Tuesday, February 27, 2018

Around the Rim (Part 3)

Today's post continues the saga of upgrading the rims on the '78 MGB from the crummy chromeys to some mid-90's Honda alloys.

Clean, Clean Again
original Honda rims
After 30 years of use, and very little in terms of care, these new-to-me rims needed some love. First, they needed to be cleaned. I started with some basic car wash, a scrub brush and a hose. This worked some, but there was some stubborn brake dust and other grime on the insides. This took brake cleaner and some 150-grit sandpaper, but I was able to get down to some silver. I washed them a third time, this time with dish soap and a scrubby sponge in my kitchen sink (Boo puts up with so much). Once cleaned up, we could really get a look at what I'd bought.

Assess the Damage
Two of the rims were in fairly good condition. There wasn't much in terns of curb rash around the outer edges, and there were only a few scrapes from what looked like applying snow chains. The other two rims, however, had been in a few fights. There were some small chunks chipped out nearest the rubber, and many many gouges in that outer edge as well. Sadly, there were some deeper wedge-shaped scrapes in the face where, again, it looked like the rubber strap for tire chains had been put on possibly wrong such that the loops dug into the rim.

Plan the Work
The damage, though, was purely cosmetic. I was able to add air, and the air held in all 4 tires. Since the damage was surface, I knew I could repair it, but I felt I would need to paint rather than restore to plain aluminum. I'm sure there are others out there who can repair aluminum such that it looks like the damage was never there. That's not me.

paint concept (upper right)
To fix the chips and gouges, I thought about brazing alumi-weld into the gouges, and then polishing. Alternatively, I could use Lab Metal. I've used that stuff before, and it really does finish nicely, but I'm not convinced that it will leave the exactly right color. I suppose I could mix aluminum dust from sanding the rim into the mix for coloring if I really wanted to retain the all-aluminum look. After looking at the rim on the car, I think adding some color would look better, especially since there is a very limited amount of chrome on the car.

So, I planned to repair the chips and gouges with Lab Metal, and paint the outer lip and the mag-face, leaving an inner rim and the insides of the mags the original aluminum. This would bring out some of the chrome while not having an overwhelming amount of it. I mocked up a few options in paint so I could get a sense of how it would look and then I got started. First, you need to get down to the bare aluminum.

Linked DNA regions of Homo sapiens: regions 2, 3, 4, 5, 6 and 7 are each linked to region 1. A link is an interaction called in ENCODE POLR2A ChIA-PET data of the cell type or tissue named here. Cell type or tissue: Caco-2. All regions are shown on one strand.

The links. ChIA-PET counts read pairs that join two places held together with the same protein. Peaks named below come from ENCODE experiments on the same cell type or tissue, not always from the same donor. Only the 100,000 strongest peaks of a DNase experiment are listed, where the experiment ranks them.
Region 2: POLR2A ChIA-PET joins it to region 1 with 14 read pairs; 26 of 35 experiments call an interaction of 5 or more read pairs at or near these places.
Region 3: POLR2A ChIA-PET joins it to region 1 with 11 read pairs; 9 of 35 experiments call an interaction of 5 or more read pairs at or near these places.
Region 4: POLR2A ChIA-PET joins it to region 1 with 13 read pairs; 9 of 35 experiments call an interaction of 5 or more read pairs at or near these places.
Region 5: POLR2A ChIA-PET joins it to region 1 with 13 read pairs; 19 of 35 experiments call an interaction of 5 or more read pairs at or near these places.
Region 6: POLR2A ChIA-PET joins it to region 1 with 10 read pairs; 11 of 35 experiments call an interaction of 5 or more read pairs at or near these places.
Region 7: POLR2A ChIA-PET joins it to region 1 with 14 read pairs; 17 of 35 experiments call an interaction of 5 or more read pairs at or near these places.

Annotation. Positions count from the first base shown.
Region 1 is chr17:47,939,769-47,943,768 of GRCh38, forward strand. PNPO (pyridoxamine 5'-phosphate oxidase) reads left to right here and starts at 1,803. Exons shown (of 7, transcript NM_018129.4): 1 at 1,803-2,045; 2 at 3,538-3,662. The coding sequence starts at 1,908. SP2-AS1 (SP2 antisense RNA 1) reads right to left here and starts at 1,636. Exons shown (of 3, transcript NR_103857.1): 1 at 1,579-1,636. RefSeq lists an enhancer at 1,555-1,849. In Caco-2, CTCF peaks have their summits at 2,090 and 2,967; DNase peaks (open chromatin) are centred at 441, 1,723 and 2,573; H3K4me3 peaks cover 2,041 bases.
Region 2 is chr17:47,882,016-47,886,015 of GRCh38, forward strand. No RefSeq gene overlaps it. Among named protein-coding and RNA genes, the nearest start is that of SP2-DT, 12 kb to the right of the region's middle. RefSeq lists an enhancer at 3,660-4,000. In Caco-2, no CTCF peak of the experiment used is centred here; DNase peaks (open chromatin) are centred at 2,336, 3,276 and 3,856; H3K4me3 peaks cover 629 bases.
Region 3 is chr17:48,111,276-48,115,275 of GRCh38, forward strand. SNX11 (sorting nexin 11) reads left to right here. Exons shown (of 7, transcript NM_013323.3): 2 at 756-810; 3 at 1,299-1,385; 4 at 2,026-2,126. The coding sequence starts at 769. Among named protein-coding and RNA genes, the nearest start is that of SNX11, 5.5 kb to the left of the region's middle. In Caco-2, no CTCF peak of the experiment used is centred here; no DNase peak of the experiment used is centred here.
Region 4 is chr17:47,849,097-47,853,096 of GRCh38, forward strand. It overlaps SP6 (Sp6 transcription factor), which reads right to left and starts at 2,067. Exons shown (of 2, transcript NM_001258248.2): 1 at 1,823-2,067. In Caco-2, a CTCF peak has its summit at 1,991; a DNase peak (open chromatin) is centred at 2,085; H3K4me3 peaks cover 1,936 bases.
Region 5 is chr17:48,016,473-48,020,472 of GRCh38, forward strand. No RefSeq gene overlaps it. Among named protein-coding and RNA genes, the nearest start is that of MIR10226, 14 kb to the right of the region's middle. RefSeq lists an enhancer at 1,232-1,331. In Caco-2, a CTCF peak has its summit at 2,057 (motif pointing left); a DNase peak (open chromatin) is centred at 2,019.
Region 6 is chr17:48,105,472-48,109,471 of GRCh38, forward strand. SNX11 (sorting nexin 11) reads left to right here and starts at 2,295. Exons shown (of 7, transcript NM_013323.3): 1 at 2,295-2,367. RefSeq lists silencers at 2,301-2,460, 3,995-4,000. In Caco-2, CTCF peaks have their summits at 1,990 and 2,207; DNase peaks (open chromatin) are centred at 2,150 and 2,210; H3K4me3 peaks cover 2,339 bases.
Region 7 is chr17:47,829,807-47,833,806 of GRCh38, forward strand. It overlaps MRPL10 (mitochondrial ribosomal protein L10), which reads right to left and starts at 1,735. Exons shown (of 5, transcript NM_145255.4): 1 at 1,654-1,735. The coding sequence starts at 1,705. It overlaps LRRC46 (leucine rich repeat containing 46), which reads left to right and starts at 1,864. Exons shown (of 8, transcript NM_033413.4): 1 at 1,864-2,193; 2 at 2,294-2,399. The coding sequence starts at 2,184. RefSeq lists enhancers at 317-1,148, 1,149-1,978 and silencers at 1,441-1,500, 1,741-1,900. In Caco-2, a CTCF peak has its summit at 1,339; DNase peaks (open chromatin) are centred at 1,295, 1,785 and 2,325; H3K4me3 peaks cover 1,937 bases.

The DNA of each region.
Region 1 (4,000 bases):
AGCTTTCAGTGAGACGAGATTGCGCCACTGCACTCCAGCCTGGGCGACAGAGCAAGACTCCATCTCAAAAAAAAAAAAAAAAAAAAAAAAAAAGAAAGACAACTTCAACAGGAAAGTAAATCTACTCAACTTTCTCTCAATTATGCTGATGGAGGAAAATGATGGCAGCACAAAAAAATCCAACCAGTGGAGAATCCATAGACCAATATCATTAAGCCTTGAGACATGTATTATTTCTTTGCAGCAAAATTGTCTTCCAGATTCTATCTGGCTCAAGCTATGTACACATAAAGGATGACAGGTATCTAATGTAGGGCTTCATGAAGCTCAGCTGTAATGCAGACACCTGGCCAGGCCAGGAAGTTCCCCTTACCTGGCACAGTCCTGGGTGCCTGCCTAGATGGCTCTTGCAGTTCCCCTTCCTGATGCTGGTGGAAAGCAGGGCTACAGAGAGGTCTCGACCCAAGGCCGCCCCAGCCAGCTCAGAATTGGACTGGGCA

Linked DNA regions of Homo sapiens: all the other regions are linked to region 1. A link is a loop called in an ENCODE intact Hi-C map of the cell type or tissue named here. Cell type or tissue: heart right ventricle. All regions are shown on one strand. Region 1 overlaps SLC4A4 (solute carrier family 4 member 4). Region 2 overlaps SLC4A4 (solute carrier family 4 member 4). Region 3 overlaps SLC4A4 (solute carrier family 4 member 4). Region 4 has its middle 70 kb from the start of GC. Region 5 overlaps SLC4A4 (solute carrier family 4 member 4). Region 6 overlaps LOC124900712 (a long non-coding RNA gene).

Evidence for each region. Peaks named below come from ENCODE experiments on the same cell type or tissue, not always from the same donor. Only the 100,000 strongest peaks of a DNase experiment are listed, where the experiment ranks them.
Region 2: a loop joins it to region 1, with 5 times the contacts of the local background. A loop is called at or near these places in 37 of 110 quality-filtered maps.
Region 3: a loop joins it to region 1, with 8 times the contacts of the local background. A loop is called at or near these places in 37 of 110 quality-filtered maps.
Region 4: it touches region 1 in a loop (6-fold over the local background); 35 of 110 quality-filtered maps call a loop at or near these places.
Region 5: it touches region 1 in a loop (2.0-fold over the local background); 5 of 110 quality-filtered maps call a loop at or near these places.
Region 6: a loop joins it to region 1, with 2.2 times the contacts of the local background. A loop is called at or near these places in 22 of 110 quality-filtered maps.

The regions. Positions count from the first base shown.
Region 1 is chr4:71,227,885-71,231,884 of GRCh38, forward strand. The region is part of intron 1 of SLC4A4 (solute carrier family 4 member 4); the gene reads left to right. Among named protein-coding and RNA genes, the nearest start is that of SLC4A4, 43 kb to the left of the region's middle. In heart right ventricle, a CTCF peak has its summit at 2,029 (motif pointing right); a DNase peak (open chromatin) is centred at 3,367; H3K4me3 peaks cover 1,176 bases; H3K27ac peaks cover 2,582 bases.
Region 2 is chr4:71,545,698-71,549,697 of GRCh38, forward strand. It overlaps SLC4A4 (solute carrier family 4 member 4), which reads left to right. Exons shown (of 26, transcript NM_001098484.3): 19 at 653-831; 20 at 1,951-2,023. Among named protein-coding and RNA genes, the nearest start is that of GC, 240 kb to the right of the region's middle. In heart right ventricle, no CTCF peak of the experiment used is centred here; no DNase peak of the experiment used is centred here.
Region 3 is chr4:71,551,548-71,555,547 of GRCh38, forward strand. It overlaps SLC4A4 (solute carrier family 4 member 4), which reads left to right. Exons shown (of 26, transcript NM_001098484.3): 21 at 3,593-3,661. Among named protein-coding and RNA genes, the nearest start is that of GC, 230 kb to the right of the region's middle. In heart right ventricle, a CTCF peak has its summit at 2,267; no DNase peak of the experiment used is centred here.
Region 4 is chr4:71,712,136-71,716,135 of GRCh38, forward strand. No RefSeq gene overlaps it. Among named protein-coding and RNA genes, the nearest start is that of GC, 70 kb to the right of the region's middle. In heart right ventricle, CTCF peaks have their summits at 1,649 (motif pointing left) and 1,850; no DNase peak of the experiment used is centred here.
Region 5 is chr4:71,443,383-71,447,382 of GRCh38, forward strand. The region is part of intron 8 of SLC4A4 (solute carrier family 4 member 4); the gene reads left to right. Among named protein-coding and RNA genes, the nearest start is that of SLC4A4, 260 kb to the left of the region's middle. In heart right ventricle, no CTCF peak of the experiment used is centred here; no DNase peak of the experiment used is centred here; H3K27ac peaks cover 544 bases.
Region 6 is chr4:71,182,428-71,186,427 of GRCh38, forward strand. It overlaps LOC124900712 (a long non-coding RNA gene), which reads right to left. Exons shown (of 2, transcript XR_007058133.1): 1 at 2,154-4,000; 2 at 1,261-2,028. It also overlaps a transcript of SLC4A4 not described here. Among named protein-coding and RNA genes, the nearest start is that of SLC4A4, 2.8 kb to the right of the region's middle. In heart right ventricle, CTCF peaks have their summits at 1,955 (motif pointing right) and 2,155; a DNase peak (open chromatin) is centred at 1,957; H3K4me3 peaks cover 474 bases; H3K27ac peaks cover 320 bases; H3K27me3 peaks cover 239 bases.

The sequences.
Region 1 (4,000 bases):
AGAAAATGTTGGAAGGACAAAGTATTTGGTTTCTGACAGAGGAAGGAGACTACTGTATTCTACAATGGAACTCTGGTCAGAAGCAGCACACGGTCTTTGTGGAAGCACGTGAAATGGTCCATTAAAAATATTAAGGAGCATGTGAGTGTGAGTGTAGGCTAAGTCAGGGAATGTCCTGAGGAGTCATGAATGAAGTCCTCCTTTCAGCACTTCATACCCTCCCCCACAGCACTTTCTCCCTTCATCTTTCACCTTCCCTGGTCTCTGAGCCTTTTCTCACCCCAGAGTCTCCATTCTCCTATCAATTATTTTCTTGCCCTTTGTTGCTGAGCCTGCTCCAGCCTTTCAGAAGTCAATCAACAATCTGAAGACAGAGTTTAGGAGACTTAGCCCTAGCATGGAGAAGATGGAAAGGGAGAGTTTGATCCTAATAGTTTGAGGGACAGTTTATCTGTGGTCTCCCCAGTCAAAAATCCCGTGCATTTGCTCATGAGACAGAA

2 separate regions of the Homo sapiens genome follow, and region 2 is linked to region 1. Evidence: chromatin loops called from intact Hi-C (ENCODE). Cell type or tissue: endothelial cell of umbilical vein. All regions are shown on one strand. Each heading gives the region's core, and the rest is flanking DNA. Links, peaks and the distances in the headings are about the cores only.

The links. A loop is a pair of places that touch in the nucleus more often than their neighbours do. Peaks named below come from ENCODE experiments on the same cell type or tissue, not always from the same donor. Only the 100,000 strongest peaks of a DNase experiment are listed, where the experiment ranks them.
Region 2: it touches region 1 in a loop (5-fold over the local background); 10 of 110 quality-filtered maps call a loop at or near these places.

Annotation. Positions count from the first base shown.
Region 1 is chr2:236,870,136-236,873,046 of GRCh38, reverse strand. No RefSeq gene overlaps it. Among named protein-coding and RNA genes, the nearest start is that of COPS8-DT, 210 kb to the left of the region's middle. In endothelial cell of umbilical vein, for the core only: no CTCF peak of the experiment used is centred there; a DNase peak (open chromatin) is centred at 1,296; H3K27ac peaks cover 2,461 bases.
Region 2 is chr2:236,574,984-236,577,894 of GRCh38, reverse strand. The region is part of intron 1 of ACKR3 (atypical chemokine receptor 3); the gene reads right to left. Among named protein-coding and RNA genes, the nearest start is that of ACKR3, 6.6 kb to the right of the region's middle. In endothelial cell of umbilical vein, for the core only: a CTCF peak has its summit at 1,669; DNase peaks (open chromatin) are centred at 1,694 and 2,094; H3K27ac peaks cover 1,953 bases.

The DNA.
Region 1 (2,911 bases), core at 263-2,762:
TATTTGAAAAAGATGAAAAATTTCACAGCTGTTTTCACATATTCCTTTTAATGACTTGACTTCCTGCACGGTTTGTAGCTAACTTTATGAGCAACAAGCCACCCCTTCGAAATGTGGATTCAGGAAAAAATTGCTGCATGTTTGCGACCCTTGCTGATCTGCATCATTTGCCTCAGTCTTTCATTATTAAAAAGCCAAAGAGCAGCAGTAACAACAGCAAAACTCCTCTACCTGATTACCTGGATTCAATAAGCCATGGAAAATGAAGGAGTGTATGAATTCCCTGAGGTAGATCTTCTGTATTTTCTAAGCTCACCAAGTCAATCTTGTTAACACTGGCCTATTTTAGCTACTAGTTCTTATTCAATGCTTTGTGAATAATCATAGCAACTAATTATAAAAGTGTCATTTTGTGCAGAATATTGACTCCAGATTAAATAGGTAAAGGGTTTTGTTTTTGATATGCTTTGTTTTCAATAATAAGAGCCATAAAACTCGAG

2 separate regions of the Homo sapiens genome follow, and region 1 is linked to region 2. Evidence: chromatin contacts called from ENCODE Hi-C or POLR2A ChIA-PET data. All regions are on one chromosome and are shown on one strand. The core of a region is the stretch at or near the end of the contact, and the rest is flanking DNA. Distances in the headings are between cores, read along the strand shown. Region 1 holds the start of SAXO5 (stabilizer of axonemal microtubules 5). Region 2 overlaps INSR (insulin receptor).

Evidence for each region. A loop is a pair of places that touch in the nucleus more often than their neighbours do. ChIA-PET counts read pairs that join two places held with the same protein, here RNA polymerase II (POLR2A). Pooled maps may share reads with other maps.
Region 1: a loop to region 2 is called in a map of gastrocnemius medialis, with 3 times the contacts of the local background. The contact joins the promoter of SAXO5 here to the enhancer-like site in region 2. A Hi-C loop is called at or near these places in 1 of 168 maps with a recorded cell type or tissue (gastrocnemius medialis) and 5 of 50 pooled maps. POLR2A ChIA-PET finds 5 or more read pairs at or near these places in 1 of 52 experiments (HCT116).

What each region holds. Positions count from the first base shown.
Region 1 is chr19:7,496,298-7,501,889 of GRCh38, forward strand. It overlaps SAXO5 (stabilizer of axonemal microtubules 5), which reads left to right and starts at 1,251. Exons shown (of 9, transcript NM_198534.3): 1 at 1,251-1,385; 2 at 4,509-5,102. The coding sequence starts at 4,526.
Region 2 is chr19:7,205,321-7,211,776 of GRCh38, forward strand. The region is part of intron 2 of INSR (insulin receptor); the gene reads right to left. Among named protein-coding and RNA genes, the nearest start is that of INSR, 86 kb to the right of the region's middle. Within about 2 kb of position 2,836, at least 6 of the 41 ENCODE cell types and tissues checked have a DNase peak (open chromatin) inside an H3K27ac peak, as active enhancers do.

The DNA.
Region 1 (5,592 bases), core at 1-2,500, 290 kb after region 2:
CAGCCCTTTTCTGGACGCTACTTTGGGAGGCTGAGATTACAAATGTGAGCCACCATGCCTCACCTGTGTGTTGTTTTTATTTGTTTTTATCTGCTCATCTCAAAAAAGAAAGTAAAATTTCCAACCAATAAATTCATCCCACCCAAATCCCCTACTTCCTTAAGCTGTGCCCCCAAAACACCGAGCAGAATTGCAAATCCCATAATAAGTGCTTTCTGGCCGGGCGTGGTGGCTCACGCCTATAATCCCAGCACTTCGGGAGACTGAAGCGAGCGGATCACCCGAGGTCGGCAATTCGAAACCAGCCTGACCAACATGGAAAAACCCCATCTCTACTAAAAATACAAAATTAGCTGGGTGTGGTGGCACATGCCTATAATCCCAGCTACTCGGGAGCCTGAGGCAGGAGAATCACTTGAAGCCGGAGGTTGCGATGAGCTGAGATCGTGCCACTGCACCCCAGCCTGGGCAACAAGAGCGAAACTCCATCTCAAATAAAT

Take off that Clear Coat
on-car paint concept
The Interweb is a great resource, but some advice just isn't that good. While some is wrong, other advice can just be ill-suited to either your skills or project. For example, there appear to be many folks advocating removing the factory clear coat by sanding until what you're removing shifts from white to grey. Then you know you're down to the aluminum. While this does work, it takes an incredible amount of time. If you try to short-cut the time by using a lower grit (like 60 instead of the recommended 100), the car part will get deeper gouges that need to be sanded off with higher grit. In the end, I'm not sure if much time gets saved. I tried this method with one wheel. Since clear coat is not applied uniformly, you will hit grey while also still removing coating. In the end, I think this method was a bust, and don't suggest it.

For the other 3 rims (and I came back and did the sanded rim too), I used airplane stripper. C had some from when he was stripping the paint off the 280ZX, so I knew it worked and worked well. At least on paint. I knew that it didn't damage rubber when little drips got on it. I laid out the three rims, and brushed stripper on one wheel at a time. Once I got done brushing the third rim, the first was about dry, so I applied a second coat. Doing all four wheels would have timed out just about perfectly. Once the second coat was dry, I attacked the rims with steel wool. The clear coating scrubbed right off, leaving the bare rim with little flecks of clear coat left behind. To get completely cleared, I used a razorblade scraper. The airplane stripper was significantly faster and left behind a better surface. I hosed the rims off, and they were ready for the next step: fixing the damage. I'll get into that next time.

Thanks, as always, for following along. More next time-

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